The wide range of scholarship, musical performance, and other creative work produced by Rochester faculty and staff received a celebratory round of applause this spring, as Provost Peter Lennie hosted the University’s “Celebration of the ‘Book.’ ”
The annual event recognizes authors and performers who published an academic, artistic, musical, commercial, or other work in the 2012–13 year. With the increasing influence of digital technology, the celebration has expanded to include materials that don’t always fall under the rubric of “book”—hence the quotation marks in the title.
If you’re looking for something to read or listen to this summer, we’ve put together a small library of suggestions. You can find a more complete list here.
The Challenge of Congressional Representation
Richard Fenno, professor emeritus of political science, adds a chapter to his six-decade-long career of chronicling the lives of elected representatives. In his latest book, based on research conducted over four decades, he portrays one current and four former members of Congress, from across the nation and the ideological spectrum.
Stravinsky: Octet and L’Histoire du Soldat
Under the direction of Mark Scatterday ’89E (DMA), professor of conducting, and with narration by Jan Opalach, assistant professor of voice, the Eastman Wind Ensemble and the Eastman Virtuosi celebrate the 60th anniversary of the wind ensemble. The two neoclassical works demonstrate the range of the group and its ability to include many different sounds, says Scatterday.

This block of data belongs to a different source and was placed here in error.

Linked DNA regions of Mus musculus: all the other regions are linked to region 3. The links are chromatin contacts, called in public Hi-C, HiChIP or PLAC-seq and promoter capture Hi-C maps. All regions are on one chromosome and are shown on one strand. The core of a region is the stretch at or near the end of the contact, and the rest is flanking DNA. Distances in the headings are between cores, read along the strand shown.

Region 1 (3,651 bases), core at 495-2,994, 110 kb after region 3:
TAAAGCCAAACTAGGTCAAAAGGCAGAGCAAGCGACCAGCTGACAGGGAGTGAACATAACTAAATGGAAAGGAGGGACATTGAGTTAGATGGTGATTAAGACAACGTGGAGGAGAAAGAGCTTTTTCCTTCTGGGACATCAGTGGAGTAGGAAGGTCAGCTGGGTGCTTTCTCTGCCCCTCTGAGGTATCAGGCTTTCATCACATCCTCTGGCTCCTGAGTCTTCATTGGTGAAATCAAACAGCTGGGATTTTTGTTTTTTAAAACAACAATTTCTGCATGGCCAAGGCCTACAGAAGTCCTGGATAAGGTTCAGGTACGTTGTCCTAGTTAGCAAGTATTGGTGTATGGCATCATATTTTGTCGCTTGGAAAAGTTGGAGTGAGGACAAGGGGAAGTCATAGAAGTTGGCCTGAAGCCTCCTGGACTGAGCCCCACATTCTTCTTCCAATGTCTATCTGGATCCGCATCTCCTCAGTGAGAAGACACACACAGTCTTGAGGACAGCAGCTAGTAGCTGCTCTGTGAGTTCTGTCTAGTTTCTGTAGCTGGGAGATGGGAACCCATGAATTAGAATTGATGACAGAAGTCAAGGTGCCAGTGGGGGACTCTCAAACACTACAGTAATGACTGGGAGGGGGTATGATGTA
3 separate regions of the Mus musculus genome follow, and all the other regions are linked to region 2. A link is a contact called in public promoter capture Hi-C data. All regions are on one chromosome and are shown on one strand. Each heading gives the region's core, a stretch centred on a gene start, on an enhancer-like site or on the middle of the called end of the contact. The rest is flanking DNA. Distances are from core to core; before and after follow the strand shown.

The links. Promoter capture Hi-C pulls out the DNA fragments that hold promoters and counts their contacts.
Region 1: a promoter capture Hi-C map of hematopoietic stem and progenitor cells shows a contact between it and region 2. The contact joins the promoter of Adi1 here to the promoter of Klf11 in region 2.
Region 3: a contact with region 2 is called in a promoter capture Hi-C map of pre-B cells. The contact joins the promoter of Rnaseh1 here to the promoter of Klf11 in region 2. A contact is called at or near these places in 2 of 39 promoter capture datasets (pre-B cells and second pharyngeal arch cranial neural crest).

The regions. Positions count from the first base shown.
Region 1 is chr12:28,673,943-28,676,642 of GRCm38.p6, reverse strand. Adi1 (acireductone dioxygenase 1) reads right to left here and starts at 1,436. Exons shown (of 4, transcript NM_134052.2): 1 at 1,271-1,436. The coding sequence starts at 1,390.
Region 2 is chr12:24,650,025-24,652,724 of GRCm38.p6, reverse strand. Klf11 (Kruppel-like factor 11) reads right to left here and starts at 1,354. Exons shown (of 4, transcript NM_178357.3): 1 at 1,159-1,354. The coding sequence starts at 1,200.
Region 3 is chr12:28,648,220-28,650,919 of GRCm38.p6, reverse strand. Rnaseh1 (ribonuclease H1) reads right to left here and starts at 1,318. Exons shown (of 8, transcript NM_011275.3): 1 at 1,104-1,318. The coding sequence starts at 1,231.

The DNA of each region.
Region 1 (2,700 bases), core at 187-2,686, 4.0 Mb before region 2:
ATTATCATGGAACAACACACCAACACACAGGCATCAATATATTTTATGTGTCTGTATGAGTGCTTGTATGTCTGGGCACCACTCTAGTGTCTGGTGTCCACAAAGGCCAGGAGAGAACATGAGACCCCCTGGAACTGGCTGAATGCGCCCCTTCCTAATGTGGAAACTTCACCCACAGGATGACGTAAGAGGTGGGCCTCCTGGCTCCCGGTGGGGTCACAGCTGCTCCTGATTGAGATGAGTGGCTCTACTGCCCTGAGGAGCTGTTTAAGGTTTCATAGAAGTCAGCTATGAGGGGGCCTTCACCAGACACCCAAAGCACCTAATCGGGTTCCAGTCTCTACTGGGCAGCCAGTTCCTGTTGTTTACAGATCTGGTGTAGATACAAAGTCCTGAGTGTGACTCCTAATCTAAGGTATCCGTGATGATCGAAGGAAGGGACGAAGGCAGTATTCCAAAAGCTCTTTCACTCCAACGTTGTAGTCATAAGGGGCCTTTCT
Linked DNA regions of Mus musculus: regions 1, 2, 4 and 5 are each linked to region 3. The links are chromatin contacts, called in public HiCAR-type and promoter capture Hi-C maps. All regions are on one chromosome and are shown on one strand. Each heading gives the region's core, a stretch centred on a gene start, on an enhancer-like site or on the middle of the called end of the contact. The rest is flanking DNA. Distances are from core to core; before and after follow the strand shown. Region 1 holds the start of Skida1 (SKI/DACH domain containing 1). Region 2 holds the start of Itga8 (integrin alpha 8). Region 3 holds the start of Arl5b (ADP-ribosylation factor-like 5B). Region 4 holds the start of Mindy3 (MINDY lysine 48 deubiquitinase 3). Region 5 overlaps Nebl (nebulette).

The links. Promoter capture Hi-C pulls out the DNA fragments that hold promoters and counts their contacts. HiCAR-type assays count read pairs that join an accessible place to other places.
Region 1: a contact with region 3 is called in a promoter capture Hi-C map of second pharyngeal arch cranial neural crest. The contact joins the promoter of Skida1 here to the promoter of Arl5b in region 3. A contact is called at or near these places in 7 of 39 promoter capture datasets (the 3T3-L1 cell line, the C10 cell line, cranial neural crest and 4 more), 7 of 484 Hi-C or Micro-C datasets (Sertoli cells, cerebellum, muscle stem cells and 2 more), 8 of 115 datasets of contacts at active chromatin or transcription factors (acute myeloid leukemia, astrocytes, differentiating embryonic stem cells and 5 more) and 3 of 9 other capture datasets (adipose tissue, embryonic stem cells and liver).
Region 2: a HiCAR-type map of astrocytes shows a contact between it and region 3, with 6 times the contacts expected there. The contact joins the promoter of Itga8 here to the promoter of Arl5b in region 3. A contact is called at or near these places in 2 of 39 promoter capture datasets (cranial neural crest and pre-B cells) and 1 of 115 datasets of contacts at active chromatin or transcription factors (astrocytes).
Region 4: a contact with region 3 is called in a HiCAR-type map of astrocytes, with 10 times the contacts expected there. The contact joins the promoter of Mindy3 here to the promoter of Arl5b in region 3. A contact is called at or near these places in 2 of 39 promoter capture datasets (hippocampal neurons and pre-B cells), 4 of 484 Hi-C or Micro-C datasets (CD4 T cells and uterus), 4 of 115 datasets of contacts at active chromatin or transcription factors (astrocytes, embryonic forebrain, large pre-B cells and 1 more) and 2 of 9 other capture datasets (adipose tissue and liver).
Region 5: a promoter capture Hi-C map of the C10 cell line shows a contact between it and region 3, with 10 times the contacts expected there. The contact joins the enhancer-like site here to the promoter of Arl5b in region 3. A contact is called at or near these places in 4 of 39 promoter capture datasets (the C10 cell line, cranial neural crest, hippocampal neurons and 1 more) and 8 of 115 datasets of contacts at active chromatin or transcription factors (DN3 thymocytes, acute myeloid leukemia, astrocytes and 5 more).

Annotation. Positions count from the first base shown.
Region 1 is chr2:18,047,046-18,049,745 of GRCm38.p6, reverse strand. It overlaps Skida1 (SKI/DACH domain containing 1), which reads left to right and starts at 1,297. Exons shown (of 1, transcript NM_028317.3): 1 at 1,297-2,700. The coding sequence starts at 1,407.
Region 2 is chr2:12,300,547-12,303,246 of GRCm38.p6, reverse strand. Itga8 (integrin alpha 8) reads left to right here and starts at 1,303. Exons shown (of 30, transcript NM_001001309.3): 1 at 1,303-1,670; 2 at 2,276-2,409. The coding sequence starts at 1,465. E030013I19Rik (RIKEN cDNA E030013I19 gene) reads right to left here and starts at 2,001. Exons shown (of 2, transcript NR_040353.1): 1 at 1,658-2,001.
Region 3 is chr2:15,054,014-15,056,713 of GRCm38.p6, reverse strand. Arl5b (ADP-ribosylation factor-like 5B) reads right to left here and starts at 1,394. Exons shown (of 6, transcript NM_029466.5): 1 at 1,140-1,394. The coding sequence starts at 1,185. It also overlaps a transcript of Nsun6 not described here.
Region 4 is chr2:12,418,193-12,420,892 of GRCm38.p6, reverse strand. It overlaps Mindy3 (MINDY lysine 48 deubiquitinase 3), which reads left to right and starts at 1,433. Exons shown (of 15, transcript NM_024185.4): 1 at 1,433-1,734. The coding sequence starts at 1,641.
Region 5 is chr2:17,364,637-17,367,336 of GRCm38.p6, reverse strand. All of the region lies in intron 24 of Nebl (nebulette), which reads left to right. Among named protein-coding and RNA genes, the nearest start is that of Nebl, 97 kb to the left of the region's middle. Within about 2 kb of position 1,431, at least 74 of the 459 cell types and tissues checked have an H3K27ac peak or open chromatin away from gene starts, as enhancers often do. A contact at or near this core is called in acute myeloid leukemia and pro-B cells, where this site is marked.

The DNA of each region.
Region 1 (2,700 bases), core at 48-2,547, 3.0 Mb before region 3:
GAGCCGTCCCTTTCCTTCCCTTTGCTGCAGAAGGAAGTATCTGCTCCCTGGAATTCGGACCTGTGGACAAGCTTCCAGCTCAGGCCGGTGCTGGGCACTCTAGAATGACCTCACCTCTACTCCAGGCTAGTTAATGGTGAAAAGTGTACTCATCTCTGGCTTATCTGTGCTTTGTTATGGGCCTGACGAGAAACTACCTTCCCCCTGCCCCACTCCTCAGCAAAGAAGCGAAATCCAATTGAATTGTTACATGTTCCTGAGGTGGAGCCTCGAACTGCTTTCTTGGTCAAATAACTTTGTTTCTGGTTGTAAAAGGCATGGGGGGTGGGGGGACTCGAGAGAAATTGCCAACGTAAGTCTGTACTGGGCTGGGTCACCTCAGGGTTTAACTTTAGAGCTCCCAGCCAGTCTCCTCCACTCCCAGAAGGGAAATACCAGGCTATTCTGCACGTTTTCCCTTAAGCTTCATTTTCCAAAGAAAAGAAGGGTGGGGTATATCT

What’s That Sound? An Introduction to Rock and Its History
W. W. Norton
In the third edition of the history textbook, John Covach, the Mercer Brugler Distinguished Teaching Professor, and Andrew Flory, assistant professor of music at Carleton College, set out to organize the rock ’n’ roll repertoire—“an enormous body of music that covers over fifty years of popular music history—to make it easier to understand and appreciate.”
Mercy! A Celebration of Fenway Park’s Centennial Told through Red Sox Radio and TV
A speechwriter turned senior lecturer in English, Curt Smith celebrates the “mikemen” who tried to capture the spirit of the Boston Red Sox, their fans, and their historic baseball park.
Franz Schubert’s Winterreise
Recorded at Kilbourn Hall
Tenor Robert Swenson, professor of voice, and pianist Russell Miller, professor of vocal coaching and repertoire, present Schubert’s 1827 song cycle. “It is a dark journey, of course, at times wistful, hopeful, and despairing, but ultimately accepting of life on life’s terms,” says Swenson.
The Power of Patient Stories: Learning Moments in Medicine
Trustee Paul Griner ’59M (MD), ’65M (Res), professor emeritus of medicine at Rochester and a former senior lecturer at Harvard Medical School, tells the stories of more than 50 patients whom he encountered as an internist and hematologist, and who “provided a learning moment for me.”
Derek Bermel: Canzonas Americanas
The Eastman-born ensemble Alarm Will Sound, whose stage director is Nigel Maister of the International Theatre Program, “draws together all of [Bermel’s] works for Alarm Will Sound’s sinfonietta instrumentation,” according to ensemble conductor Alan Pierson ’06E (DMA).